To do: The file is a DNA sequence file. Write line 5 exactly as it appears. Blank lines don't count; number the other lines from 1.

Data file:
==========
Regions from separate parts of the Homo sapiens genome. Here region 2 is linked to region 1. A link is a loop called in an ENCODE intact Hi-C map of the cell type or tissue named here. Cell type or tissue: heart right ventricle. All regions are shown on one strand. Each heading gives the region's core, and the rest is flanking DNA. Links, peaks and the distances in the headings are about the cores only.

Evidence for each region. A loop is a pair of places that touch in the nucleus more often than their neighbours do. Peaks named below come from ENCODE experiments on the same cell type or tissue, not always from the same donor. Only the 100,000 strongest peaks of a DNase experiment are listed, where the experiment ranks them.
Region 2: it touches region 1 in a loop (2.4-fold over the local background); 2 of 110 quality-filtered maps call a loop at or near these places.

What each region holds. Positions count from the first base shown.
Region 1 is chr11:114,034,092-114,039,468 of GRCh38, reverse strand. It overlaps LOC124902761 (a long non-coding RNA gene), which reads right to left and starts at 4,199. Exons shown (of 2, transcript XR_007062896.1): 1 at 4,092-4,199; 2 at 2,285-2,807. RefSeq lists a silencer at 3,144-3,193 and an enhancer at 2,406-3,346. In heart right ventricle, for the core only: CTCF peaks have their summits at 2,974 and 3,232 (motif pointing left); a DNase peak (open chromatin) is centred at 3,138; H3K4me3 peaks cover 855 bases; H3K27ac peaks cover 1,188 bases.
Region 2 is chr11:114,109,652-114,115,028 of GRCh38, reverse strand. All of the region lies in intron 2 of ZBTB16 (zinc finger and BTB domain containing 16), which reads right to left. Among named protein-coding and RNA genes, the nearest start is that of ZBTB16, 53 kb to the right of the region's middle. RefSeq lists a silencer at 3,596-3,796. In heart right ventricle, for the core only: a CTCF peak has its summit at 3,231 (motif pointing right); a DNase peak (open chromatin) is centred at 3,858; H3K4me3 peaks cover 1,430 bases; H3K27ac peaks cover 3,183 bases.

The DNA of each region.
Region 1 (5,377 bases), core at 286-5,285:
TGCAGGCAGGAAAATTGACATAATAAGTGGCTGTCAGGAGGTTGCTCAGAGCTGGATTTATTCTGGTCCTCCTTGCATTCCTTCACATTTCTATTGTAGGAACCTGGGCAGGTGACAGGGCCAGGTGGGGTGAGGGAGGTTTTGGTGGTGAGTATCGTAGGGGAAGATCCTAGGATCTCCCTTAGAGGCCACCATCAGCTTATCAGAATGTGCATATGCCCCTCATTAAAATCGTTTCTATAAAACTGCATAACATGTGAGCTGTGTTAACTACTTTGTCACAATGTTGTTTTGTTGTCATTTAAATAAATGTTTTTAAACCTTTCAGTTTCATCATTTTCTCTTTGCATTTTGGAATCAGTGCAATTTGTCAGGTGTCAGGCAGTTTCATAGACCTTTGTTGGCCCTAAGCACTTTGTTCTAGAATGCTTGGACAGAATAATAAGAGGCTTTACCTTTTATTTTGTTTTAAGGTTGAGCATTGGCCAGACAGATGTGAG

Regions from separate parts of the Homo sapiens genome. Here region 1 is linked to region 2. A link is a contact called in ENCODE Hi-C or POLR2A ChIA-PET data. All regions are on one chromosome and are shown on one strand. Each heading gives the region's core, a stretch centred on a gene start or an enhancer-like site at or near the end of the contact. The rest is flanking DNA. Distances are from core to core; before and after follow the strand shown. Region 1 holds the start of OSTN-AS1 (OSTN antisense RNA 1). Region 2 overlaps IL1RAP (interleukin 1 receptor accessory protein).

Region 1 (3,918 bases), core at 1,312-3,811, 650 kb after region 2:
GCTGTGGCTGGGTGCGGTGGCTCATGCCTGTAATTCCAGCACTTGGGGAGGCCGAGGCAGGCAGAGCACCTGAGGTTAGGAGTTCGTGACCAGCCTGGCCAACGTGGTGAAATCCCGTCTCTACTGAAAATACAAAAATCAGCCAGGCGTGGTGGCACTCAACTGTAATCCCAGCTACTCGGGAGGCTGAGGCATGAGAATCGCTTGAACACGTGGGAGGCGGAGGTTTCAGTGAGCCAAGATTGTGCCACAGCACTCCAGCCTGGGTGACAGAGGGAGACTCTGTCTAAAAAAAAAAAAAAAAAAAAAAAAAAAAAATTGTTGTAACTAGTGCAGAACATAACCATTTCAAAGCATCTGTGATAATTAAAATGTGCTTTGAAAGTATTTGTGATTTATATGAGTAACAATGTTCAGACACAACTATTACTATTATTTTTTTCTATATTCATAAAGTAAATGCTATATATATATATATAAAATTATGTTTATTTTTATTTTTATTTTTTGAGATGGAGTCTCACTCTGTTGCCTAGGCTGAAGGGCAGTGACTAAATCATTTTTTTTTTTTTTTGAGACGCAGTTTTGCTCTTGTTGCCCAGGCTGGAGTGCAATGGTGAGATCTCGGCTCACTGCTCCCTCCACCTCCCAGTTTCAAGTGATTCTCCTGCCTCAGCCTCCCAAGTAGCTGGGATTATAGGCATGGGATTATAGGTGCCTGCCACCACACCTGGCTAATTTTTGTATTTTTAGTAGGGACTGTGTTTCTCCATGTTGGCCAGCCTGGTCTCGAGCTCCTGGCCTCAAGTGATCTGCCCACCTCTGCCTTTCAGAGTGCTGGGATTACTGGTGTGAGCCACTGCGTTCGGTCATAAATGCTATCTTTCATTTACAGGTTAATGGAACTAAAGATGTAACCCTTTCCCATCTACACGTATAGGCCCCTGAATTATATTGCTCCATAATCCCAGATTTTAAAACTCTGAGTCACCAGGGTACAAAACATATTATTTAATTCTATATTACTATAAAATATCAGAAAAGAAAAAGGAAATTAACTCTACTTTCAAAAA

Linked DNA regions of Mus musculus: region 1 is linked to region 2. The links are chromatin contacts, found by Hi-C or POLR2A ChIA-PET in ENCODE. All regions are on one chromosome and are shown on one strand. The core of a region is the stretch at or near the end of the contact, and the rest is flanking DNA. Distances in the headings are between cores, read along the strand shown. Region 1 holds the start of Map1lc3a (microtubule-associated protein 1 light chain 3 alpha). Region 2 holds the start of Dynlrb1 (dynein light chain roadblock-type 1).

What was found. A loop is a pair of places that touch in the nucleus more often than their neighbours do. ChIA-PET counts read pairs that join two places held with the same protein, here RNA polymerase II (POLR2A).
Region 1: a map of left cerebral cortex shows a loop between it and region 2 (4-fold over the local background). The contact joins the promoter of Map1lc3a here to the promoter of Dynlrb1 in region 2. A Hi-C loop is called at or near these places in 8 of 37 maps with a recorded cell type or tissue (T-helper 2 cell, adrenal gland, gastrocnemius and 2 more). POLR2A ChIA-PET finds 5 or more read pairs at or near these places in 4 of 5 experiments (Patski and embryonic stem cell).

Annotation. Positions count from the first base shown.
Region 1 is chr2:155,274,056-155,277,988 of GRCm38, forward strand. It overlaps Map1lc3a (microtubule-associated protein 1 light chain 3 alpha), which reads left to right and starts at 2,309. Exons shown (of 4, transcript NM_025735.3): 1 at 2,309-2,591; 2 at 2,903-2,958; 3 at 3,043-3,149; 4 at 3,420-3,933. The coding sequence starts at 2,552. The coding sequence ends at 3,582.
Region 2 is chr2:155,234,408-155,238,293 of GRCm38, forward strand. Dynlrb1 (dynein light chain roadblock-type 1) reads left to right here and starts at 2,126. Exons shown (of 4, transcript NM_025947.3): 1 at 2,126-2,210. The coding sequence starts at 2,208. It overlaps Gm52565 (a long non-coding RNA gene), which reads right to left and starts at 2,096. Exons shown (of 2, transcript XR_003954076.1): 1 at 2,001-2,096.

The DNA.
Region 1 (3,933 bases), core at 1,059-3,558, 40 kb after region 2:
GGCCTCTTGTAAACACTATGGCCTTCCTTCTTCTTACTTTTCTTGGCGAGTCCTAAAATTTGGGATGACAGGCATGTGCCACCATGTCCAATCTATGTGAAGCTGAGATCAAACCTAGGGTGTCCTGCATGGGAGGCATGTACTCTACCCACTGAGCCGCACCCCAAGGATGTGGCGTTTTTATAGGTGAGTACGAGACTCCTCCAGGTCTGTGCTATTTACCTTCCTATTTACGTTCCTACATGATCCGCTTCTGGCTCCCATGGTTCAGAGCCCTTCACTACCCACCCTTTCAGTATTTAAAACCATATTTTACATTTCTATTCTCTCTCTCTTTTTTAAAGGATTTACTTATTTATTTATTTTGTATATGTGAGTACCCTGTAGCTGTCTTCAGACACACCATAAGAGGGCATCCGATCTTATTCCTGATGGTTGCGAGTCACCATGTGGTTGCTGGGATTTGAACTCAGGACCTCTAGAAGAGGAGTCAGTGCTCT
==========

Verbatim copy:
Region 1 is chr11:114,034,092-114,039,468 of GRCh38, reverse strand. It overlaps LOC124902761 (a long non-coding RNA gene), which reads right to left and starts at 4,199. Exons shown (of 2, transcript XR_007062896.1): 1 at 4,092-4,199; 2 at 2,285-2,807. RefSeq lists a silencer at 3,144-3,193 and an enhancer at 2,406-3,346. In heart right ventricle, for the core only: CTCF peaks have their summits at 2,974 and 3,232 (motif pointing left); a DNase peak (open chromatin) is centred at 3,138; H3K4me3 peaks cover 855 bases; H3K27ac peaks cover 1,188 bases.